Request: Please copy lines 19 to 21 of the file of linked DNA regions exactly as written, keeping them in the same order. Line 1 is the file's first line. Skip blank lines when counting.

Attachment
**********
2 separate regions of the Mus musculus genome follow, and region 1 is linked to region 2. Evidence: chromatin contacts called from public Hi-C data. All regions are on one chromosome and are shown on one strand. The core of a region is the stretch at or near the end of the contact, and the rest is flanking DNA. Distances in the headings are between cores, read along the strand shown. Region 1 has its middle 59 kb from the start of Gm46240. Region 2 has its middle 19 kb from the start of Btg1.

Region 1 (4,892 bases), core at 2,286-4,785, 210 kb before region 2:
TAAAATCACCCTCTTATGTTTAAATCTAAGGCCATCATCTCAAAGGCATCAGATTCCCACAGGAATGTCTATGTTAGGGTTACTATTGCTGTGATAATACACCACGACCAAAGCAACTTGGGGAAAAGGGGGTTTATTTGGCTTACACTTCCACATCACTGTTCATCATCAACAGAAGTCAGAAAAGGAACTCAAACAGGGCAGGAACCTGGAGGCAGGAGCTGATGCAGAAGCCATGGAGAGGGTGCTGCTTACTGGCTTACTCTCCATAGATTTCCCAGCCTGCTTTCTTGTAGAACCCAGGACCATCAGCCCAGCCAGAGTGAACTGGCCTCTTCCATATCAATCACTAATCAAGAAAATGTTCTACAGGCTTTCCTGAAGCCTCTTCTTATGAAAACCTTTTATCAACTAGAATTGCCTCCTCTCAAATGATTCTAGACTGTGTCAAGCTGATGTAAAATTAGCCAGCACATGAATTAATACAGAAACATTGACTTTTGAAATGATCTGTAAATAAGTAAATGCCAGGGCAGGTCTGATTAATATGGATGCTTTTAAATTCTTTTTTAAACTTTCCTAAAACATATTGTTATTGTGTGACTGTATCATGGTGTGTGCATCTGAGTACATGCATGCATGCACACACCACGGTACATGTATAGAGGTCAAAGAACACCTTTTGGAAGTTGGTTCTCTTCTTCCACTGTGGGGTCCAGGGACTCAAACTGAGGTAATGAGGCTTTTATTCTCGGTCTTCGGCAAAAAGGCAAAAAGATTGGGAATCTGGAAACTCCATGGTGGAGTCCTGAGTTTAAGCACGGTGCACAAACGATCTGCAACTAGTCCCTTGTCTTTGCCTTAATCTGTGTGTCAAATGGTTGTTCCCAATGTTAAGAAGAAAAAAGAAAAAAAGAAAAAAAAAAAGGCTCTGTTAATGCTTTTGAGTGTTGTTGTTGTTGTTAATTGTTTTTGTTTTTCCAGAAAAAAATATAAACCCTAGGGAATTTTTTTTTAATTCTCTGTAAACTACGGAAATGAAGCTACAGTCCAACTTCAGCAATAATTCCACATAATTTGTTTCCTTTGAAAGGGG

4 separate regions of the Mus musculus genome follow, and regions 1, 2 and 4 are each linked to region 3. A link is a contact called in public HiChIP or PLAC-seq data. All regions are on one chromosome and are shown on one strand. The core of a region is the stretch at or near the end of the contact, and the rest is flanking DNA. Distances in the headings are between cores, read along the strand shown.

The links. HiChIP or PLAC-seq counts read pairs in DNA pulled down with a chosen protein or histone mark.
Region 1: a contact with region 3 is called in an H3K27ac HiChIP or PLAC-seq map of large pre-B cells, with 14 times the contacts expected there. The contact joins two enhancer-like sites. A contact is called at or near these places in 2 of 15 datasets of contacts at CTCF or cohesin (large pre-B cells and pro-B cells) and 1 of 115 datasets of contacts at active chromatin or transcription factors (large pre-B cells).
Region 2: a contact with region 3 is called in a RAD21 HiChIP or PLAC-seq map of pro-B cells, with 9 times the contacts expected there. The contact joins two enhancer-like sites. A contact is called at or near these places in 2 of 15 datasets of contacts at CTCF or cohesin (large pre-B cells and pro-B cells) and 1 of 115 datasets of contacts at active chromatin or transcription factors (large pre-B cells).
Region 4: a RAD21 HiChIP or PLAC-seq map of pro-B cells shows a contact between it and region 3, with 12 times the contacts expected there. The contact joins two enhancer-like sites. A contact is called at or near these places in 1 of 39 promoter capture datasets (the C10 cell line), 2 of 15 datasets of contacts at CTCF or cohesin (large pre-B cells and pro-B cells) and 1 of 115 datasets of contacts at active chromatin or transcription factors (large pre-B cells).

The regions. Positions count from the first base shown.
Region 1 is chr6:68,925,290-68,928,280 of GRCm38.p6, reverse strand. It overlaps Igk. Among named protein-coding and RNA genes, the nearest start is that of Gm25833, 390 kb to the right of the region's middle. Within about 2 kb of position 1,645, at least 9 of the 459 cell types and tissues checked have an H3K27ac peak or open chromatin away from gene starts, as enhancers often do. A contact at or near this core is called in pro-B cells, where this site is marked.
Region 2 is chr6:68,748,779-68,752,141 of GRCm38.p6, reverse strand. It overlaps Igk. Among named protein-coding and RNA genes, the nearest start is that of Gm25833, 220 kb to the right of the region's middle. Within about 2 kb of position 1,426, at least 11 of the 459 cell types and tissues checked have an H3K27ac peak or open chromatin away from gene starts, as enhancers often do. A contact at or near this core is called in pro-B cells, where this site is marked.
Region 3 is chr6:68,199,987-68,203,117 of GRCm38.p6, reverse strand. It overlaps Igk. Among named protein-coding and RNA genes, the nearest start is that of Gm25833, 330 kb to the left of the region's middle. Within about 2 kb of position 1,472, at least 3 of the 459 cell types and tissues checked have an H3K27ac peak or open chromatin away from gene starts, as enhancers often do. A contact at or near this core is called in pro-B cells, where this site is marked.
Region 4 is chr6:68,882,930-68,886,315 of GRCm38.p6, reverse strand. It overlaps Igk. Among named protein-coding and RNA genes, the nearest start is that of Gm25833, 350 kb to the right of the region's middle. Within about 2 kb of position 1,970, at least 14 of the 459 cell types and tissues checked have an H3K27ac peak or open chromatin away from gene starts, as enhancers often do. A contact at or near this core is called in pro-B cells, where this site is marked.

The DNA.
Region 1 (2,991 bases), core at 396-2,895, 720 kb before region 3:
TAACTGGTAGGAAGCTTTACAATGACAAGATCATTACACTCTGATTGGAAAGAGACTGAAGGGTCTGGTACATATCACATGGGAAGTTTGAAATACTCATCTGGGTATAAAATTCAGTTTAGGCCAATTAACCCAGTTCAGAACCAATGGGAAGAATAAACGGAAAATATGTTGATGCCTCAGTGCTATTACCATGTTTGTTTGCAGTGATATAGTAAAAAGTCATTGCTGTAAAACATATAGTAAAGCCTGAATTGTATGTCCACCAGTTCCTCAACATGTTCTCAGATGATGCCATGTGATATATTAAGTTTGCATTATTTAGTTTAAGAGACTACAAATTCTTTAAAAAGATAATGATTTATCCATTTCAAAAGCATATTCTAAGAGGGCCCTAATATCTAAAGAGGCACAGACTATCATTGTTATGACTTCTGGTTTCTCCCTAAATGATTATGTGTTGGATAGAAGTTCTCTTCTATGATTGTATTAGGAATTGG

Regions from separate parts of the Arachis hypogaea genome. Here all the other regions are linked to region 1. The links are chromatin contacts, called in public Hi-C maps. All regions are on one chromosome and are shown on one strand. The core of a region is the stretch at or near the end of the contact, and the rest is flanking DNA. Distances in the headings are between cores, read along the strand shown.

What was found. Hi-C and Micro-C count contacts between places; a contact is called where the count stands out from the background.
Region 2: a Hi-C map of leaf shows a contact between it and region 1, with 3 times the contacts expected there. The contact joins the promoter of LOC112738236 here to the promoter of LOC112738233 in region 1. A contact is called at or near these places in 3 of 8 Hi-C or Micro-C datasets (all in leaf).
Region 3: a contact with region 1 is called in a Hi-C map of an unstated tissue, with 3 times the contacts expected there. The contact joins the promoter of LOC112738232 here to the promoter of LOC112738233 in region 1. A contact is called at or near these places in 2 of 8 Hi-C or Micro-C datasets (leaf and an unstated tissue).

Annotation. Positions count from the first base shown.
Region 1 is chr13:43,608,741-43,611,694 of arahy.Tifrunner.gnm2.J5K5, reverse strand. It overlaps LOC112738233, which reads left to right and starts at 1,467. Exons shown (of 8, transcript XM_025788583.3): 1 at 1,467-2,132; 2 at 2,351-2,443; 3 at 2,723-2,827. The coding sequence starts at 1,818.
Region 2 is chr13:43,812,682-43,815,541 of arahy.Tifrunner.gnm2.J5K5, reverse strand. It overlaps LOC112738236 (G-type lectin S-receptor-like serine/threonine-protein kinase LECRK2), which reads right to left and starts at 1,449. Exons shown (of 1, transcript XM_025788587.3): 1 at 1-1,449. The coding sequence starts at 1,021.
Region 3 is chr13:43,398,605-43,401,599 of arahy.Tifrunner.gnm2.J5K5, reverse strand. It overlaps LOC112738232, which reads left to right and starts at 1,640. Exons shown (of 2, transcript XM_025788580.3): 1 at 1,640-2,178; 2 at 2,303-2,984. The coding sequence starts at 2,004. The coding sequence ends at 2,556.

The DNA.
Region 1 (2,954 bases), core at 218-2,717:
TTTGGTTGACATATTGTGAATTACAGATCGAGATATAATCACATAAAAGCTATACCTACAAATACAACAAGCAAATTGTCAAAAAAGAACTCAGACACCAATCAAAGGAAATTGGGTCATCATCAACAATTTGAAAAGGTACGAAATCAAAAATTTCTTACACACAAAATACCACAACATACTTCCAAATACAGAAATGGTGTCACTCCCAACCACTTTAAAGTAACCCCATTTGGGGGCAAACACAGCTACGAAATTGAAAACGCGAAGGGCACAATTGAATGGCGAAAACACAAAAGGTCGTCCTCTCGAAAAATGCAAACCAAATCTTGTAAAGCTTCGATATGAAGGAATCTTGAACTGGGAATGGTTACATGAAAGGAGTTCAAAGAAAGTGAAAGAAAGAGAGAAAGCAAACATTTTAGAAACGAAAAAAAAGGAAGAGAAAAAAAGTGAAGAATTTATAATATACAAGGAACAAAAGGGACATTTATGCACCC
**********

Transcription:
Region 2: a Hi-C map of leaf shows a contact between it and region 1, with 3 times the contacts expected there. The contact joins the promoter of LOC112738236 here to the promoter of LOC112738233 in region 1. A contact is called at or near these places in 3 of 8 Hi-C or Micro-C datasets (all in leaf).
Region 3: a contact with region 1 is called in a Hi-C map of an unstated tissue, with 3 times the contacts expected there. The contact joins the promoter of LOC112738232 here to the promoter of LOC112738233 in region 1. A contact is called at or near these places in 2 of 8 Hi-C or Micro-C datasets (leaf and an unstated tissue).

Annotation. Positions count from the first base shown.